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Disease Markers
Volume 35 (2013), Issue 6, Pages 687–699
Review Article

Clinical, MRI, and CSF Markers of Disability Progression in Multiple Sclerosis

Section of Clinical Neurology, Department of Neurological and Movement Sciences, University of Verona, Neurology Unit, Borgo Roma, Azienda Ospedaliera Universitaria Integrata Verona, Piazzale Ludovico Antonio Scuro 9, 37134 Verona, Italy

Received 30 June 2013; Revised 12 September 2013; Accepted 9 October 2013

Academic Editor: Ralf Lichtinghagen

Copyright © 2013 Alberto Gajofatto et al. This is an open access article distributed under the Creative Commons Attribution License, which permits unrestricted use, distribution, and reproduction in any medium, provided the original work is properly cited.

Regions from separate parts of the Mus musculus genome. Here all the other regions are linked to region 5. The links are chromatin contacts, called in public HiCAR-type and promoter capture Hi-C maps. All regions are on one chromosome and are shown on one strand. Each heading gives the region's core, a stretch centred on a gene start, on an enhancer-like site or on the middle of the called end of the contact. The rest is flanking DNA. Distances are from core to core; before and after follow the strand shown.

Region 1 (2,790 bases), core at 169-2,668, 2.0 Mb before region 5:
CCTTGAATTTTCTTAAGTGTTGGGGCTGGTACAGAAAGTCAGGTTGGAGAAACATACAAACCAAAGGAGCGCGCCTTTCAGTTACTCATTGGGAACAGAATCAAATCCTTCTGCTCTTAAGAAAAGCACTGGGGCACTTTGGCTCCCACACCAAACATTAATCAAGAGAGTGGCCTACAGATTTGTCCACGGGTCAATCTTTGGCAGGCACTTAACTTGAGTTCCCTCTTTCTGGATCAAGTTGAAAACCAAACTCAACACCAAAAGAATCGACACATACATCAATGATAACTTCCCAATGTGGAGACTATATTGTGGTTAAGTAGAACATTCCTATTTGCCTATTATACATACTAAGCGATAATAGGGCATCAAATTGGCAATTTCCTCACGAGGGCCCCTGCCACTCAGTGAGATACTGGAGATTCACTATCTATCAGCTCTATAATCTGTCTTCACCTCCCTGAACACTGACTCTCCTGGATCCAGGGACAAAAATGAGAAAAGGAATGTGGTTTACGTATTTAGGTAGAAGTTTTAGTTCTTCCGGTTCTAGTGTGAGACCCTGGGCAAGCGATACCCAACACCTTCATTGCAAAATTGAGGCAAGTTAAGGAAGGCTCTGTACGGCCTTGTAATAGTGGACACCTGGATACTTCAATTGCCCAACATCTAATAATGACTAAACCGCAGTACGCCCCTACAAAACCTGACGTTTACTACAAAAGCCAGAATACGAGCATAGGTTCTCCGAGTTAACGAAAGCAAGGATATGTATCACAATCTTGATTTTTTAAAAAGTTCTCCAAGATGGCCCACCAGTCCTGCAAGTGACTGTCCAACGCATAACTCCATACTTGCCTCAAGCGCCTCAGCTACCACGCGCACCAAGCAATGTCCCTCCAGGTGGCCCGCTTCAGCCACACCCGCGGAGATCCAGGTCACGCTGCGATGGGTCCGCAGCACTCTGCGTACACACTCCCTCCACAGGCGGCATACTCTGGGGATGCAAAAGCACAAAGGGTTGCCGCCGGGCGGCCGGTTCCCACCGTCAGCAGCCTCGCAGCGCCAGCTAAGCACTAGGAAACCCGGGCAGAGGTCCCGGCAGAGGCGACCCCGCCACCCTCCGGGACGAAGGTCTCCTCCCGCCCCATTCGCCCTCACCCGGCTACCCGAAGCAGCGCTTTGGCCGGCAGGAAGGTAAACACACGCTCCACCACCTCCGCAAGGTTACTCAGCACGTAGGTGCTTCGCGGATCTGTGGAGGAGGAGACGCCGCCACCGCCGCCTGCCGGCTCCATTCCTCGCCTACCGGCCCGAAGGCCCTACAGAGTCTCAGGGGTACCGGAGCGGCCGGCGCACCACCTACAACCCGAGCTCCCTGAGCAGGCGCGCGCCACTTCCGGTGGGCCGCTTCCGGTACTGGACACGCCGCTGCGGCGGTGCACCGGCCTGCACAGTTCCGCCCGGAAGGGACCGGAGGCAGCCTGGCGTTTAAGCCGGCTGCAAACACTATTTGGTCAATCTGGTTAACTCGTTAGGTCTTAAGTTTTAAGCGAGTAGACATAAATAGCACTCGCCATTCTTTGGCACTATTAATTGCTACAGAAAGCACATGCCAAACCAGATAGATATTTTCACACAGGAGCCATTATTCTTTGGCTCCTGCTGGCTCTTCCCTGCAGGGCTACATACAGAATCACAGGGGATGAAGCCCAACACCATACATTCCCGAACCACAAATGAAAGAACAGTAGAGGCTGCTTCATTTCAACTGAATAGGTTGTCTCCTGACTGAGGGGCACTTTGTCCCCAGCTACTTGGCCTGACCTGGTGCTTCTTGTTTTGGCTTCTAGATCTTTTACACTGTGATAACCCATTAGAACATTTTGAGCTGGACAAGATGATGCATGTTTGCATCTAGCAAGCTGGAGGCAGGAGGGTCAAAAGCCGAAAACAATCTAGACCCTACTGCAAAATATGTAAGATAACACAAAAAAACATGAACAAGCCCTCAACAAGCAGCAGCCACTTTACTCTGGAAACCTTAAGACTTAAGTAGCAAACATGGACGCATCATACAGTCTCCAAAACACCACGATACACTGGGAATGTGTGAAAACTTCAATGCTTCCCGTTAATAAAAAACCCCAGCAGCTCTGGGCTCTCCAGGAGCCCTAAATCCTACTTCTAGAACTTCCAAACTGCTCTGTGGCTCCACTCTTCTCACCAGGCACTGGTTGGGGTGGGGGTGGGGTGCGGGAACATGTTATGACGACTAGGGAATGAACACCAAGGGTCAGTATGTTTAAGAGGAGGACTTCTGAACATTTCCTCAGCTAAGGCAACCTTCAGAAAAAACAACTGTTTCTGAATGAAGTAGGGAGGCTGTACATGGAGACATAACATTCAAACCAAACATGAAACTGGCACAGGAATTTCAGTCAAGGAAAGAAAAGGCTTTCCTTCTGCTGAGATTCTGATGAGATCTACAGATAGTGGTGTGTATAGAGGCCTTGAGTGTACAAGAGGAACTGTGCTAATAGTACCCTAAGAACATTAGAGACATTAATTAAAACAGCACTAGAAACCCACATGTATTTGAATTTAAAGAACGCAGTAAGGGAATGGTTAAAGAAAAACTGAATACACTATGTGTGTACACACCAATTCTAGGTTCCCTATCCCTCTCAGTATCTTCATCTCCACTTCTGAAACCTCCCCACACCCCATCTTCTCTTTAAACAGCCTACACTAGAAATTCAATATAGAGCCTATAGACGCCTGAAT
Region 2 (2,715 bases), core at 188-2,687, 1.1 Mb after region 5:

Multiple sclerosis (MS) is a chronic disorder of the central nervous system (CNS) in which the complex interplay between inflammation and neurodegeneration determines varying degrees of neurological disability. For this reason, it is very difficult to express an accurate prognosis based on purely clinical information in the individual patient at an early disease stage. Magnetic resonance imaging (MRI) and cerebrospinal fluid (CSF) biomarkers are promising sources of prognostic information with a good potential of quantitative measure, sensitivity, and reliability. However, a comprehensive MS outcome prediction model combining multiple parameters is still lacking. Current relevant literature addressing the topic of clinical, MRI, and CSF markers as predictors of MS disability progression is reviewed here.